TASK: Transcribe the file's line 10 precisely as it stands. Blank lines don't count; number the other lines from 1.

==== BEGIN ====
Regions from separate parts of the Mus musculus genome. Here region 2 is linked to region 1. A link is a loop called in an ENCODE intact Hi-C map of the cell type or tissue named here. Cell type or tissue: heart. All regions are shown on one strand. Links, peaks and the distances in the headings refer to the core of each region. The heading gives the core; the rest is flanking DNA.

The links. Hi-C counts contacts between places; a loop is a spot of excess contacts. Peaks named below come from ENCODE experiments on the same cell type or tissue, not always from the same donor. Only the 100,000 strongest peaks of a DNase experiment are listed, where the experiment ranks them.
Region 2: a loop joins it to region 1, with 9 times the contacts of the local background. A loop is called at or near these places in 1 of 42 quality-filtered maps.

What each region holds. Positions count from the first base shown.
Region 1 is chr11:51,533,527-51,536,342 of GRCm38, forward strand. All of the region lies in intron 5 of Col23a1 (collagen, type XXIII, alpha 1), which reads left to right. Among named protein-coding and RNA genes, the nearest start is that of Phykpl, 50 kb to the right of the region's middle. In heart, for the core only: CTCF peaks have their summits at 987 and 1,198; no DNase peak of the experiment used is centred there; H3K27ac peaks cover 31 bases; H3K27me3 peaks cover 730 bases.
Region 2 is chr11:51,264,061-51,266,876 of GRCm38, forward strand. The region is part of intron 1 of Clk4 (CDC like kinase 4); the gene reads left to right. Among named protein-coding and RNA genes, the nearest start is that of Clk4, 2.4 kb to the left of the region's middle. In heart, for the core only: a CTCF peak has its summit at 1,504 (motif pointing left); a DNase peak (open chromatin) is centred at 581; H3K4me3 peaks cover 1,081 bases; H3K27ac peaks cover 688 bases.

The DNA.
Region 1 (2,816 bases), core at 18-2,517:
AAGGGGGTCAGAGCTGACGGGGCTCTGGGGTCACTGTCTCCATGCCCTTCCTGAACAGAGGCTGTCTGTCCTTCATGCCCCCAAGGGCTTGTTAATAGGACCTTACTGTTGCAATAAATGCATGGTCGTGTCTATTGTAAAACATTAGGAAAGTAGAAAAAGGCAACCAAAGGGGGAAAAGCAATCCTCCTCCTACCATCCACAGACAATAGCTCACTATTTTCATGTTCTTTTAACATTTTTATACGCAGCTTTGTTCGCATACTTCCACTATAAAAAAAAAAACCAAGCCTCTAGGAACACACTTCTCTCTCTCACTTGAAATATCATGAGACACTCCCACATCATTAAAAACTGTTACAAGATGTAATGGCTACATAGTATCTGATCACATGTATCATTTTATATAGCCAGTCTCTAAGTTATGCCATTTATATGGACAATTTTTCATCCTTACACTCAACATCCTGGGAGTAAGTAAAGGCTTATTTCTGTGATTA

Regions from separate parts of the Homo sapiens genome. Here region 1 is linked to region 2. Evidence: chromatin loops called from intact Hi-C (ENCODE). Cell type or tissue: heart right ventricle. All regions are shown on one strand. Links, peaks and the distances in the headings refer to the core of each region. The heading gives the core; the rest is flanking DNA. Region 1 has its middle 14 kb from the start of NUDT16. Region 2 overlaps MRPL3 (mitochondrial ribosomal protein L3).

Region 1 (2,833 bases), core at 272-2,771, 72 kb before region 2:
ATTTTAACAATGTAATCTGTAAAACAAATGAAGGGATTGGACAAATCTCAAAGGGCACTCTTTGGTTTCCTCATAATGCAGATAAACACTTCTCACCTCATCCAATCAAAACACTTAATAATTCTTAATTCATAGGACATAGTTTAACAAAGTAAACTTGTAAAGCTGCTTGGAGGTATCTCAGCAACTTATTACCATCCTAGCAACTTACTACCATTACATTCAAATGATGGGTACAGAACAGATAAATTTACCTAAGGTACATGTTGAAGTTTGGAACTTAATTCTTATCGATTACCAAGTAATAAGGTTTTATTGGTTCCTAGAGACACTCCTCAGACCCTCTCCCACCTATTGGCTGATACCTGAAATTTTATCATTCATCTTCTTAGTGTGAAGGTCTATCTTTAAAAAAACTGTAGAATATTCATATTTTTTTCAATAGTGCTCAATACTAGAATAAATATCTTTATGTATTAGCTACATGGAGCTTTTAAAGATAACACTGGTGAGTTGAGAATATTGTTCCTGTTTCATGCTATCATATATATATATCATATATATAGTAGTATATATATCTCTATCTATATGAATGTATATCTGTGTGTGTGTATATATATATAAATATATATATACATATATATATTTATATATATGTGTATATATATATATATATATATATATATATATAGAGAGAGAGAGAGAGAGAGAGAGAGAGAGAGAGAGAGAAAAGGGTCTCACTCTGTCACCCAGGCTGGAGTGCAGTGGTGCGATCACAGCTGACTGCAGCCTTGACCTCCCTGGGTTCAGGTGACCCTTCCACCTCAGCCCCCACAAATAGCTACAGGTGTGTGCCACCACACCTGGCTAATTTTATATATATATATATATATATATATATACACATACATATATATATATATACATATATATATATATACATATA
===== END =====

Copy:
Regions from separate parts of the Homo sapiens genome. Here region 1 is linked to region 2. Evidence: chromatin loops called from intact Hi-C (ENCODE). Cell type or tissue: heart right ventricle. All regions are shown on one strand. Links, peaks and the distances in the headings refer to the core of each region. The heading gives the core; the rest is flanking DNA. Region 1 has its middle 14 kb from the start of NUDT16. Region 2 overlaps MRPL3 (mitochondrial ribosomal protein L3).